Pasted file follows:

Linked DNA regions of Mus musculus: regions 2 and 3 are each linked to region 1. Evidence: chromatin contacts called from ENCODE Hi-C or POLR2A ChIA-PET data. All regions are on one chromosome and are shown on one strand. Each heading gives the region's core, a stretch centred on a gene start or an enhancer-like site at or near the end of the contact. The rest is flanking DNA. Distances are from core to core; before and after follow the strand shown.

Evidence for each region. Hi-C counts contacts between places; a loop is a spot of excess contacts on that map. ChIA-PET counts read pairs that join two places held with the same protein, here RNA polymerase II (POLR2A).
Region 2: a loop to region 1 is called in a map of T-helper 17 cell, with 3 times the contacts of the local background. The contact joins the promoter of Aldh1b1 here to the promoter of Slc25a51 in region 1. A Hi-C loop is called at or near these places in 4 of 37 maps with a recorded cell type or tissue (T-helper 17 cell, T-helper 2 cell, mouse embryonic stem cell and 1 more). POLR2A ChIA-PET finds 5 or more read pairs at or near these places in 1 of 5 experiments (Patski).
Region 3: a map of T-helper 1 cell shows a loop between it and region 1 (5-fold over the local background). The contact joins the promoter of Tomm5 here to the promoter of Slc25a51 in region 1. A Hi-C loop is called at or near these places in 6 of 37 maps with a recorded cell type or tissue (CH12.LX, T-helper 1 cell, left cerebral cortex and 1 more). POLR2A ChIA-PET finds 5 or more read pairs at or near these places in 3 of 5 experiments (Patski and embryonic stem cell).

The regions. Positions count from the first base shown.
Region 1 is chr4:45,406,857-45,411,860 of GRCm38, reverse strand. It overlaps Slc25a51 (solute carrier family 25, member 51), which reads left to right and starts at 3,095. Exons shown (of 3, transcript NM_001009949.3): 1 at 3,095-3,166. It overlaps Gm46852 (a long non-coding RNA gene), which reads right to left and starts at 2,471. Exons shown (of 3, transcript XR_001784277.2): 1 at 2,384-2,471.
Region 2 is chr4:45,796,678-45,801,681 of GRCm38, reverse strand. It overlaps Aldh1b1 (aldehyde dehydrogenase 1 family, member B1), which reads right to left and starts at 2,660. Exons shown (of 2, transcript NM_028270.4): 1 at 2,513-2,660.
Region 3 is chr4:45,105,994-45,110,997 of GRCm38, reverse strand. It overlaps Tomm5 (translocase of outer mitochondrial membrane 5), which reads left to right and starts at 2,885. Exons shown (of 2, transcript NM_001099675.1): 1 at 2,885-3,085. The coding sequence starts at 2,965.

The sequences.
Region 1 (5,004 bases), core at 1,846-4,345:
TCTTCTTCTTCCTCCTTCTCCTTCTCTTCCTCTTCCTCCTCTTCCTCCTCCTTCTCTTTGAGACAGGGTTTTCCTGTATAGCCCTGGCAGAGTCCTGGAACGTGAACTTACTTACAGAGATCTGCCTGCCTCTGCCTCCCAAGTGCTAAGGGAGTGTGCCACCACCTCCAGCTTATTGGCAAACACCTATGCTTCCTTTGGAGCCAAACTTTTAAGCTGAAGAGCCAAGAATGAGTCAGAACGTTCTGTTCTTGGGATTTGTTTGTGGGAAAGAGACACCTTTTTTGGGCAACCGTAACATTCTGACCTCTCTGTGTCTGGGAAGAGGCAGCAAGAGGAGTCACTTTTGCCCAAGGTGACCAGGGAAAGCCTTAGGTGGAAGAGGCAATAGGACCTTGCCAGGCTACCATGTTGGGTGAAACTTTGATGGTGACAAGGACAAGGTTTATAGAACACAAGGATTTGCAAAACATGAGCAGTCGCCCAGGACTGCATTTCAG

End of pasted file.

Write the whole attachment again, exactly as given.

Linked DNA regions of Mus musculus: regions 2 and 3 are each linked to region 1. Evidence: chromatin contacts called from ENCODE Hi-C or POLR2A ChIA-PET data. All regions are on one chromosome and are shown on one strand. Each heading gives the region's core, a stretch centred on a gene start or an enhancer-like site at or near the end of the contact. The rest is flanking DNA. Distances are from core to core; before and after follow the strand shown.

Evidence for each region. Hi-C counts contacts between places; a loop is a spot of excess contacts on that map. ChIA-PET counts read pairs that join two places held with the same protein, here RNA polymerase II (POLR2A).
Region 2: a loop to region 1 is called in a map of T-helper 17 cell, with 3 times the contacts of the local background. The contact joins the promoter of Aldh1b1 here to the promoter of Slc25a51 in region 1. A Hi-C loop is called at or near these places in 4 of 37 maps with a recorded cell type or tissue (T-helper 17 cell, T-helper 2 cell, mouse embryonic stem cell and 1 more). POLR2A ChIA-PET finds 5 or more read pairs at or near these places in 1 of 5 experiments (Patski).
Region 3: a map of T-helper 1 cell shows a loop between it and region 1 (5-fold over the local background). The contact joins the promoter of Tomm5 here to the promoter of Slc25a51 in region 1. A Hi-C loop is called at or near these places in 6 of 37 maps with a recorded cell type or tissue (CH12.LX, T-helper 1 cell, left cerebral cortex and 1 more). POLR2A ChIA-PET finds 5 or more read pairs at or near these places in 3 of 5 experiments (Patski and embryonic stem cell).

The regions. Positions count from the first base shown.
Region 1 is chr4:45,406,857-45,411,860 of GRCm38, reverse strand. It overlaps Slc25a51 (solute carrier family 25, member 51), which reads left to right and starts at 3,095. Exons shown (of 3, transcript NM_001009949.3): 1 at 3,095-3,166. It overlaps Gm46852 (a long non-coding RNA gene), which reads right to left and starts at 2,471. Exons shown (of 3, transcript XR_001784277.2): 1 at 2,384-2,471.
Region 2 is chr4:45,796,678-45,801,681 of GRCm38, reverse strand. It overlaps Aldh1b1 (aldehyde dehydrogenase 1 family, member B1), which reads right to left and starts at 2,660. Exons shown (of 2, transcript NM_028270.4): 1 at 2,513-2,660.
Region 3 is chr4:45,105,994-45,110,997 of GRCm38, reverse strand. It overlaps Tomm5 (translocase of outer mitochondrial membrane 5), which reads left to right and starts at 2,885. Exons shown (of 2, transcript NM_001099675.1): 1 at 2,885-3,085. The coding sequence starts at 2,965.

The sequences.
Region 1 (5,004 bases), core at 1,846-4,345:
TCTTCTTCTTCCTCCTTCTCCTTCTCTTCCTCTTCCTCCTCTTCCTCCTCCTTCTCTTTGAGACAGGGTTTTCCTGTATAGCCCTGGCAGAGTCCTGGAACGTGAACTTACTTACAGAGATCTGCCTGCCTCTGCCTCCCAAGTGCTAAGGGAGTGTGCCACCACCTCCAGCTTATTGGCAAACACCTATGCTTCCTTTGGAGCCAAACTTTTAAGCTGAAGAGCCAAGAATGAGTCAGAACGTTCTGTTCTTGGGATTTGTTTGTGGGAAAGAGACACCTTTTTTGGGCAACCGTAACATTCTGACCTCTCTGTGTCTGGGAAGAGGCAGCAAGAGGAGTCACTTTTGCCCAAGGTGACCAGGGAAAGCCTTAGGTGGAAGAGGCAATAGGACCTTGCCAGGCTACCATGTTGGGTGAAACTTTGATGGTGACAAGGACAAGGTTTATAGAACACAAGGATTTGCAAAACATGAGCAGTCGCCCAGGACTGCATTTCAG